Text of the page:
New Horizons in the Navajo Nation

by Doug Knisely

Student Doug Knisely describes this summer’s sociology service learning trip to the Navajo Nation with IUP sociology professor Dr. Melanie Hildebrandt and Amizade Pittsburgh.

For more info on Amizade visit them on facebook:

Email Dr. Hildebrandt at to learn more about upcoming service learning trips.

DAY One: The Arrival

Everyone knows that feeling of restlessness the night before something important or life changing is about to happen.

I for one had that feeling the night before my fellow classmates and I set of on a journey to the Navajo Nation that we were sure to not soon forget.

I had to wake up around a quarter after three a.m. at my home in Claysburg Pennsylvania in order to make it to the Pittsburg airport where the group was set to meet.

That was the first time in my life I had to travel to an airport without the guidance of my parents.

It is safe to say I was fairly nervous and when luckily I found my way to the American airlines gate where we were set to meet and didn’t see a familiar face my anxiety went through the roof.

Moments later I heard my name called and everything was okay. Even though I had some classes with a few my fellow group members for the most part we were pretty much strangers.

I was soon to find out that we wouldn’t be strangers for long when we were talking our heads off and singing along to the music in the van after we made it to Phoenix during drive to Tuba City through Flagstaff.

We stopped along the way after experiencing the wonderful Del Taco for the first time and viewed the San Francisco Mountain, one of the four sacred Navajo Mountains, before finally arriving in Tuba City in the evening.

After meeting Keith and Valerie, our group facilitators from Amizade at Grey Hills in Tuba City, we settled in to our home for the next six days.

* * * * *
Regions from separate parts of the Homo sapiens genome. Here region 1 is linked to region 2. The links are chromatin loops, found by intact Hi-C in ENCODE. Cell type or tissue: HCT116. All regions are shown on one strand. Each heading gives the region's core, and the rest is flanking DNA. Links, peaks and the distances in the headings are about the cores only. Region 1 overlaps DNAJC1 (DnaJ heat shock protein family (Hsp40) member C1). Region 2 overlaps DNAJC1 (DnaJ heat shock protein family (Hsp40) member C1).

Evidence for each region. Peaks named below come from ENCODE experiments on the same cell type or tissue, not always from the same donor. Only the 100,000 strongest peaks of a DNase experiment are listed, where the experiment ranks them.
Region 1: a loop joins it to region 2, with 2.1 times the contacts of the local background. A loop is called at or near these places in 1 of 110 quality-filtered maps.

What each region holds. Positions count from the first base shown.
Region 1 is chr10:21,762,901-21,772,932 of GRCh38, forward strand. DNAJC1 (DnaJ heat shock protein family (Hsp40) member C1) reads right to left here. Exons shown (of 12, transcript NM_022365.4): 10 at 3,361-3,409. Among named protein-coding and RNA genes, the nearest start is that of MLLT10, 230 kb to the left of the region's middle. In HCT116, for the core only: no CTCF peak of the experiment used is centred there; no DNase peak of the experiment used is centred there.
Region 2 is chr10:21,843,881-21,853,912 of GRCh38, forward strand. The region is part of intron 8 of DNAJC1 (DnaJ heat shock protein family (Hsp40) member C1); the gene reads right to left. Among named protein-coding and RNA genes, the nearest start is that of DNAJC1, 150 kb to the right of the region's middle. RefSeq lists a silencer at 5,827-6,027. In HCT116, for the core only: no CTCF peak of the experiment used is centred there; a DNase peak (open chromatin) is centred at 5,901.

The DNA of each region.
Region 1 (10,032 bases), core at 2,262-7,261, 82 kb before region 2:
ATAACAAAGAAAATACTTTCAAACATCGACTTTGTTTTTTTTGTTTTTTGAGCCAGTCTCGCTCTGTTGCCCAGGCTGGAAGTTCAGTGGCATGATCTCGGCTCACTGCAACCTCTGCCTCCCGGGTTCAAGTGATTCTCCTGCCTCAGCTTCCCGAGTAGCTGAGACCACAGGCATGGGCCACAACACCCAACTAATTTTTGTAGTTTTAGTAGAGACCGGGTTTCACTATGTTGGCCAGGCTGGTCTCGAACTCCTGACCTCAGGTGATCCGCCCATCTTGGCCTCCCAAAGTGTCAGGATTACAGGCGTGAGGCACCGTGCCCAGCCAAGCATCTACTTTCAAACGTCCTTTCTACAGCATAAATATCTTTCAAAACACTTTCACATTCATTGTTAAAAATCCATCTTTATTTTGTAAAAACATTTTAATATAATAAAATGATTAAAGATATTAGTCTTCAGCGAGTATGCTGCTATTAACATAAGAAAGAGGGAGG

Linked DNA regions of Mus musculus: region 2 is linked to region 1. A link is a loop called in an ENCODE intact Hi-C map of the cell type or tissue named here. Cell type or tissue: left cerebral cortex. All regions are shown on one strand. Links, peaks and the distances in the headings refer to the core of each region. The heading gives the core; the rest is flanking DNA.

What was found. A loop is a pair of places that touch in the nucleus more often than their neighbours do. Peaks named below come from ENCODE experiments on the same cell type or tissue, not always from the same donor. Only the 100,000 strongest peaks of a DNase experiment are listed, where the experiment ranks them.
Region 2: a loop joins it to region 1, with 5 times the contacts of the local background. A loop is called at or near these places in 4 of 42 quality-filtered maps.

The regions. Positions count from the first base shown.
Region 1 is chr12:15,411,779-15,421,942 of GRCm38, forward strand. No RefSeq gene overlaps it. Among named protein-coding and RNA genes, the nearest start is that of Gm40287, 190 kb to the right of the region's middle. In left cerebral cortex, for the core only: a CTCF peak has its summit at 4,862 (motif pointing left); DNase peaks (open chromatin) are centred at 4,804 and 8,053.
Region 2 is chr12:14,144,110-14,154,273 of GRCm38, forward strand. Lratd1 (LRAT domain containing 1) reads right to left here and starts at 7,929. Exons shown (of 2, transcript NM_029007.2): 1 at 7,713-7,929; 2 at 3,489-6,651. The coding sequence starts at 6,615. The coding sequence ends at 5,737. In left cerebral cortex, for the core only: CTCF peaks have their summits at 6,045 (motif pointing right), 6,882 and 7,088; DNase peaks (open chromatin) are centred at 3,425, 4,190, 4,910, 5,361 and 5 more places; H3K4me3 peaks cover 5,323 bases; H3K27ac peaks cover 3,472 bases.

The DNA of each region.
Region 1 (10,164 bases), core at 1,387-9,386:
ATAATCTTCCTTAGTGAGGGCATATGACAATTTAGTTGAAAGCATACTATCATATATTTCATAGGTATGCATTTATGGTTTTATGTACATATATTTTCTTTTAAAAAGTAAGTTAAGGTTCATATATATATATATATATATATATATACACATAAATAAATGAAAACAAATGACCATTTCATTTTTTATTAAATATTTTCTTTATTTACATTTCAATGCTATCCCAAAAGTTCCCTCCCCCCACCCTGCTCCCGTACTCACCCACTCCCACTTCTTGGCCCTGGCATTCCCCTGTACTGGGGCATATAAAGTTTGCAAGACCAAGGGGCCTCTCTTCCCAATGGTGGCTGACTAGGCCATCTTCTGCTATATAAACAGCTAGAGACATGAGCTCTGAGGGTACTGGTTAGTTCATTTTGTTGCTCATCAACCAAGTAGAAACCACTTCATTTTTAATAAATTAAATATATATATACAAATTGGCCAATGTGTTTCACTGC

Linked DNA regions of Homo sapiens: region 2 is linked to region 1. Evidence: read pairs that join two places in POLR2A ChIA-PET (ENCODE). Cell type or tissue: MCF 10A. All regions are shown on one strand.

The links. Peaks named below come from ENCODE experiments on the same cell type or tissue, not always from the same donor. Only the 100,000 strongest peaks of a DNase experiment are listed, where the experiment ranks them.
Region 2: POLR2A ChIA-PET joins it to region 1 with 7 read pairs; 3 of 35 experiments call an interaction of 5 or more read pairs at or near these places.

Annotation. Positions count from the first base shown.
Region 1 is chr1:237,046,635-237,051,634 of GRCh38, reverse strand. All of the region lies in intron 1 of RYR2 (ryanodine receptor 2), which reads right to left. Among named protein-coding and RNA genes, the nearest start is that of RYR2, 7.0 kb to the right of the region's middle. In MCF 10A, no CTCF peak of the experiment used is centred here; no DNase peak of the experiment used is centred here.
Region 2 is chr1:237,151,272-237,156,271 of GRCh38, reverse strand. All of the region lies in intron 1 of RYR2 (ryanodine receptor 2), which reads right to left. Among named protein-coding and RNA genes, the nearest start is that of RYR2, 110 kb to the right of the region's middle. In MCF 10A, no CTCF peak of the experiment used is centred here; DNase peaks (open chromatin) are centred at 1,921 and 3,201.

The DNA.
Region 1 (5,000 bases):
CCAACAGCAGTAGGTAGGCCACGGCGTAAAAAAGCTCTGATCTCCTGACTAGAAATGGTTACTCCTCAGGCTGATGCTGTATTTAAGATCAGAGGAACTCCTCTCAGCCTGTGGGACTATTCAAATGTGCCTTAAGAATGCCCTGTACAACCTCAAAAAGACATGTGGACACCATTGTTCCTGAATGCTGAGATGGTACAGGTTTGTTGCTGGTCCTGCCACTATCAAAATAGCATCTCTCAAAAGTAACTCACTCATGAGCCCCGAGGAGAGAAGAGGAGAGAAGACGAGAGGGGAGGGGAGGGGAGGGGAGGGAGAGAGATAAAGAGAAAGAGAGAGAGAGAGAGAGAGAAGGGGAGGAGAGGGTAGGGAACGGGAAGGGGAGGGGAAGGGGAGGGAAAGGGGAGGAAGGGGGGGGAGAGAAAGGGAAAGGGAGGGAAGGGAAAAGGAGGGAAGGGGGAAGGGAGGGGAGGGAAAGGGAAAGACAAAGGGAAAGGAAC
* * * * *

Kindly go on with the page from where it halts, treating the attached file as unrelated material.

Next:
We met for our first group discussion that night and talked about our hope, fears, and expectations. We also created a poster with a set of guidelines that we would hope to follow as a group during our stay in the beautiful Navajo Nation. Then it was time to rest our tired minds and bodies after the long day and prepare for the beauty that was yet to come.

Day Two: The Granddaddy of them All

On day two we loaded into the van and set off for the Grand Canyon, a place that Cameron frequently referred to as “the granddaddy of them all”.

First we stopped at the Little Colorado River canyon, a place that didn’t feel “touristy” whatsoever. I can remember thinking that there was no way that the actual Grand Canyon could be any more majestic than what we saw there but I was soon to be mistaken.

It was my first time visiting the Grand Canyon, my first time traveling in the west for that matter, and it was amazing.

I could have never expected anything to be so majestic. I wish pictures could do the canyon justice but they just can’t.

After lunch we had the opportunity to either hike down into the canyon or walk along the rim trail in which most of us chose to go down in.

I was definitely not prepared for how difficult it would be hiking back to the top after we decided to make it as far down as we could in the amount of time that we had.

It is safe to say that we were all pretty exhausted and very hungry.

Luckily it wasn’t a long drive to the Navajo trading post where we were lucky enough to experience Navajo food for the first time where I discovered a new found love for the Navajo taco. Delicious.

After diner we met in the courtyard to reflect upon the day, which we would do on most days, if we weren’t too tired. Then it was back to Grey Hills for some much needed rest to prepare for our first experience of service learning.

Day Three: Lava Rocks

We left Grey Hills bright and early on day three to meet Johnson, a resident of Tuba city, at his home in order to work on his traditional Navajo sweat lodge.

First we leveled off a piece of ground that would eventually become an extension to the sweat lodge which surprisingly did not take that long.

Then the real work started. We began moving five years’ worth of lava rocks which are used to create the heat within the sweat lodge.